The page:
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Timing the Market, Is it Possible? - September 11, 2019

Zacks Equity Research

Is the ability to time the markets more of a data-driven science or a 'gut - feeling' art?

Even among those who don't aspire to be the perfect market timer, many think they can call a top and act accordingly. It's at these times when investors choose to sit on the sidelines and wait for a 'perceived' better opportunity to invest in the market.

Giving up too soon at the first sign of inconvenience often leads to missed opportunities among numerous individuals who try to trade on their own retirement. For example, many investors have forfeited immense chances waiting for the Auto-Tires-Trucks stocks to correct, only see the latter achieve new highs, move higher and drive the buyer markets to record levels: Autobytel Inc. (AUTO), Adient PLC (ADNT), Autoliv, Inc. (ALV), Allison Transmission Holdings, Inc. (ALSN), Gentherm Inc (THRM)

Anxiety and eagerness regularly lead investors into psychological traps because most investors take cues from past market moves and trends instead of attempting to anticipate potential market moves.

Fruitful market timing requires three key parts: 1) A solid sign to guide you when to get in and out of stocks (or securities, gold or different kinds of investments). 2) The capacity to act on the sign accurately. 3) The control to follow up on it.

Many investors believe that market timing is a short-term investment strategy. There is a less known, more effective, longer-term market timing approach that has been used successfully by astute investors like Warren Buffet.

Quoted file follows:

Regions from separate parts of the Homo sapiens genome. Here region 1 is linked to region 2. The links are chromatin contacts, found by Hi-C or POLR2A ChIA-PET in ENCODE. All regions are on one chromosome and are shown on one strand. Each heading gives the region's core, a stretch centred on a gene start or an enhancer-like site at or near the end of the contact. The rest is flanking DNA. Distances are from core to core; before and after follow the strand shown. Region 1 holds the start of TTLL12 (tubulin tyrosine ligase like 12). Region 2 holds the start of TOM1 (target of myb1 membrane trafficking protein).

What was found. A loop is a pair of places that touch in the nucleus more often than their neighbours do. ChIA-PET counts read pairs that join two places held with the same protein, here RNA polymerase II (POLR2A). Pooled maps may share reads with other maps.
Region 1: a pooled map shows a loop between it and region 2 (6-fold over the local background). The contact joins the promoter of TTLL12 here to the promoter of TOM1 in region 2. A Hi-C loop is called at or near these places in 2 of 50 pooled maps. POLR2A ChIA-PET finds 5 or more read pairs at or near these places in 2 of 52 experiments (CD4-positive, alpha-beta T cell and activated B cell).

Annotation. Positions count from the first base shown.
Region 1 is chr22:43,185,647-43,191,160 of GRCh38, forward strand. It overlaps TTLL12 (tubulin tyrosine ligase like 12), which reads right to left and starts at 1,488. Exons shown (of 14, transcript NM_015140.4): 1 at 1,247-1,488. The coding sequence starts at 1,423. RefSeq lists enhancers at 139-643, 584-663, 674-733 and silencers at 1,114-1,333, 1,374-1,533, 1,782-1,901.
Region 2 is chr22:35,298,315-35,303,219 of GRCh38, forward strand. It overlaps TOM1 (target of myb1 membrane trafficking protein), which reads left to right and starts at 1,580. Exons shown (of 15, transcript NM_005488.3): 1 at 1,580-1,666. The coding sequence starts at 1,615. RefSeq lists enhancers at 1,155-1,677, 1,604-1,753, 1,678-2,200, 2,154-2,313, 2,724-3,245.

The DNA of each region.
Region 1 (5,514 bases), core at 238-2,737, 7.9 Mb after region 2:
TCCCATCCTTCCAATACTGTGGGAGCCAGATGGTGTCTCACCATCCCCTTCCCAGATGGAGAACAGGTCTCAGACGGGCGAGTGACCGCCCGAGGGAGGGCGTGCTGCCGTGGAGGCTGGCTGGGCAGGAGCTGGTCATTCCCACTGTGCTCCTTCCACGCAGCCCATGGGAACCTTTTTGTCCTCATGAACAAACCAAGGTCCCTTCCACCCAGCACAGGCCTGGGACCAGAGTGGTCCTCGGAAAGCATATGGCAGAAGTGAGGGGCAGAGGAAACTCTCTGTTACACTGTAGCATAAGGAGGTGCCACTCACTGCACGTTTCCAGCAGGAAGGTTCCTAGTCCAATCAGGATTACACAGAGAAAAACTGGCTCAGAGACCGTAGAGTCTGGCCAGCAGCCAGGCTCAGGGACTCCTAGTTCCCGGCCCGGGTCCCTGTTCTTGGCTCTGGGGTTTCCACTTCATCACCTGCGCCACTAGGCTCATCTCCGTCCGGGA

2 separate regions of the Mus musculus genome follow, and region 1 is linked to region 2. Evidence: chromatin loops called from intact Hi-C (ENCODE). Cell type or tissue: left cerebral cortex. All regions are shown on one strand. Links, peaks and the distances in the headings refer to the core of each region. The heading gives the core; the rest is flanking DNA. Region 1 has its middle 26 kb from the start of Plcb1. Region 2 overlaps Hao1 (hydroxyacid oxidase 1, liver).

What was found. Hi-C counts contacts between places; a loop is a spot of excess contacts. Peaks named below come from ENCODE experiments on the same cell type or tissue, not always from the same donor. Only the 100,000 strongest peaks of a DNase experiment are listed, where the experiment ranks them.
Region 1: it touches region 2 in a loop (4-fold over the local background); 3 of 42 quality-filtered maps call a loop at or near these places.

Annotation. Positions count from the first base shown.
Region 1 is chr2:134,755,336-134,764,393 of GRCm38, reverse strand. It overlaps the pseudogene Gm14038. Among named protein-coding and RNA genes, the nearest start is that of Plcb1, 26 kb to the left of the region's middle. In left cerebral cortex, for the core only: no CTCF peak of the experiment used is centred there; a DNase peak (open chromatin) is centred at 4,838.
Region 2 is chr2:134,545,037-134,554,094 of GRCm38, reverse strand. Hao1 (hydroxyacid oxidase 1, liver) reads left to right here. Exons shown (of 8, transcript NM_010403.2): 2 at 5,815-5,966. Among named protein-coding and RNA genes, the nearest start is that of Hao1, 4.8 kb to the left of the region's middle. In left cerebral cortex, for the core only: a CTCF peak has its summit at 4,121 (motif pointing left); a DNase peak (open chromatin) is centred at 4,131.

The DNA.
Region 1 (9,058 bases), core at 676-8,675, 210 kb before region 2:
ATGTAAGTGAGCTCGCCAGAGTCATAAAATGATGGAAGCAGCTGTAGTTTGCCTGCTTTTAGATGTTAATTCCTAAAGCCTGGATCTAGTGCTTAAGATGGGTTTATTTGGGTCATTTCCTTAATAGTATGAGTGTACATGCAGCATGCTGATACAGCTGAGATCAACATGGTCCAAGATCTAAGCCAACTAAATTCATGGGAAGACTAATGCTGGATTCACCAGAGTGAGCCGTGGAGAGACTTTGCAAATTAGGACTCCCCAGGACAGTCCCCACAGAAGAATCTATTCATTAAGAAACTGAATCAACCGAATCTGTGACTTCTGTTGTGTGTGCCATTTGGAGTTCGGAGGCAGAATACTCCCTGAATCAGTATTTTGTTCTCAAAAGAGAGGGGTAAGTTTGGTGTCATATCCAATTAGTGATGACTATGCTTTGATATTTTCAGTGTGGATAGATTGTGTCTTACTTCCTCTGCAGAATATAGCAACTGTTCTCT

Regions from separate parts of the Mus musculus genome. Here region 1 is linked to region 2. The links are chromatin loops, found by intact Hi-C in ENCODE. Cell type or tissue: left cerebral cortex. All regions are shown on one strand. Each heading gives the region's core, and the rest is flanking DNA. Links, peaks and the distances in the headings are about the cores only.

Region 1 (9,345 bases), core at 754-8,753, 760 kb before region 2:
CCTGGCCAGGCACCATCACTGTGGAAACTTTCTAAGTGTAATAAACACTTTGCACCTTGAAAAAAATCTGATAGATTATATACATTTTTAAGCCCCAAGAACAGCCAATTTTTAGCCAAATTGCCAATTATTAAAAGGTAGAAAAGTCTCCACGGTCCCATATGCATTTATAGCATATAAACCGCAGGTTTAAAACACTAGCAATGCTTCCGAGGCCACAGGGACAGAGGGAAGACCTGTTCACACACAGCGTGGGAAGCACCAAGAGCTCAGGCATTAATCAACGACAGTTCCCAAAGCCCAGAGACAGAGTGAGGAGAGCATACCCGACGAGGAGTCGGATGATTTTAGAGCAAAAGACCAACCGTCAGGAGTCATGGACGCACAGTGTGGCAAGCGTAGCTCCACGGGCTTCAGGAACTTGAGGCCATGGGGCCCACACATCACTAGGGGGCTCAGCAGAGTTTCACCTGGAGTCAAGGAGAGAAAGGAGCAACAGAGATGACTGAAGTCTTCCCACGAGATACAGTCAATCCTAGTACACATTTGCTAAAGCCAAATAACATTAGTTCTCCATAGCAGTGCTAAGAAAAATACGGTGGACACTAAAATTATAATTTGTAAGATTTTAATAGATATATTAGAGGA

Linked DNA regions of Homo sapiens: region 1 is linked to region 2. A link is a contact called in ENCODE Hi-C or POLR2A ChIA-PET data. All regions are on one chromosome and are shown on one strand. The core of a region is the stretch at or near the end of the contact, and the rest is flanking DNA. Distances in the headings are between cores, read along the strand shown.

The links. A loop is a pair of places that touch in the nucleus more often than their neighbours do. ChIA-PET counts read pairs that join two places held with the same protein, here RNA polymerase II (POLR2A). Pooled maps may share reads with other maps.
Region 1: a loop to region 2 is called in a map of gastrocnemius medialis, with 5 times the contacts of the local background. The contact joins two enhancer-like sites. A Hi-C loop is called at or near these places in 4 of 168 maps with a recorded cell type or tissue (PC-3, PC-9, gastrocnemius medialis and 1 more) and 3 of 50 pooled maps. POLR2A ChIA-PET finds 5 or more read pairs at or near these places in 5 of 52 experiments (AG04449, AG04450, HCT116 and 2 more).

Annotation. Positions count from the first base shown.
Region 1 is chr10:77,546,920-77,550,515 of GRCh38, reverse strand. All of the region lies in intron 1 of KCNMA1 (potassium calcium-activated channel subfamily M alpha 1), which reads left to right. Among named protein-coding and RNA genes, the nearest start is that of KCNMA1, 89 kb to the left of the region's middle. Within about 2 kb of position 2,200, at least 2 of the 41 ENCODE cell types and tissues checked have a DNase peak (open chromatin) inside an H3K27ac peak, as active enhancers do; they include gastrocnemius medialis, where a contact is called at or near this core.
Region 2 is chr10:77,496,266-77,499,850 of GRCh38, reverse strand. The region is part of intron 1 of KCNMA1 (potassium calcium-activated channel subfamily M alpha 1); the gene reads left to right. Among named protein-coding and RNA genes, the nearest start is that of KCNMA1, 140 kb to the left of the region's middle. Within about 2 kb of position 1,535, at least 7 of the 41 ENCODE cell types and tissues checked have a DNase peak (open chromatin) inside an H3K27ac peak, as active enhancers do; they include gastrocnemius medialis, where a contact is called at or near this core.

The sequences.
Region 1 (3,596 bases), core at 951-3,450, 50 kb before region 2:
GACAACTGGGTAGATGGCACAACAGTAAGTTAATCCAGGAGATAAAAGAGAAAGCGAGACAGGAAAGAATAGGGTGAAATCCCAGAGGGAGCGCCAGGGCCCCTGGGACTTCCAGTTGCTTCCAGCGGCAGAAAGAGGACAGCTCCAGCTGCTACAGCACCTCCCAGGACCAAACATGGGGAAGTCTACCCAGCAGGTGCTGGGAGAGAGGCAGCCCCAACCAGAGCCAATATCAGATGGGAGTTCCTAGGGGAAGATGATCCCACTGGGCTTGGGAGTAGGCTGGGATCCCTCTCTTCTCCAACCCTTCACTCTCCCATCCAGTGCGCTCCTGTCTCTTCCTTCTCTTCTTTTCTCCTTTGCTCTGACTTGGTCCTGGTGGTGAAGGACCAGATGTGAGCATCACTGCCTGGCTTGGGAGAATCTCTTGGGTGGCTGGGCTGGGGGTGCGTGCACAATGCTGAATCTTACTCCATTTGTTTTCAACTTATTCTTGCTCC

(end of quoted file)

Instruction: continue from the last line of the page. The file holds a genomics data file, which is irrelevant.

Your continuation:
Rule 1: Never try and time tops and bottoms.

Surrendering the objective to time the tops and bottoms gives you the adaptability to benefit and increase your odds to secure profits over the long-term, even if your calls aren't always right.

Rule 2: Don't sell during small crashes - ride the storm out, or better yet, take advantage of the opportunity.

Warren Buffett has made his fortune based of this straightforward guideline. He warns not to sell during small crashes, and weather the storm by focusing on the long term.

There is a major distinction between a financial crash and a mild market reset. No matter what happens in the stock market, chances are that the stocks you own will eventually come back to their pre - crash value; hanging on to your original positions, or opportunistically averaging down, during market downs can be the shrew distraction to take. Warren Buffett takes this idea one step further and often goes on a buying spree when markets turn, essentially buying additional shares of his top stock picks at a big discount and listening to his own advice, 'Be fearful when others are greedy and greedy when others are fearful.'

A Risk Adjusted Trading Strategy Should be Followed for Your Retirement Assets

It's just human that many surrender to emotions and attempt and game the framework by timing the market. But, think about this: Nobel Laureate William Sharpe found in 1975 that a market timer would need to be precise 74% of the time to beat a passive portfolio. Even a slight outperformance probably wouldn't be worth the energy - and given that even the experts generally fail at it, market timing shouldn't be your exclusive investing strategy of choice, especially using assets earmarked for your retirement.

Actively trading for alpha, outsized, short - term gains through market timing and other high - risk trading strategies is fine with a small portion of your investable assets, but for your longer - term retirement assets, a risk -adjusted focused investment solution generally makes more sense.

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Autobytel Inc. (AUTO) : Free Stock Analysis Report
 
Allison Transmission Holdings, Inc. (ALSN) : Free Stock Analysis Report
 
Autoliv, Inc. (ALV) : Free Stock Analysis Report
 
Adient PLC (ADNT) : Free Stock Analysis Report
 
Gentherm Inc (THRM) : Free Stock Analysis Report
 
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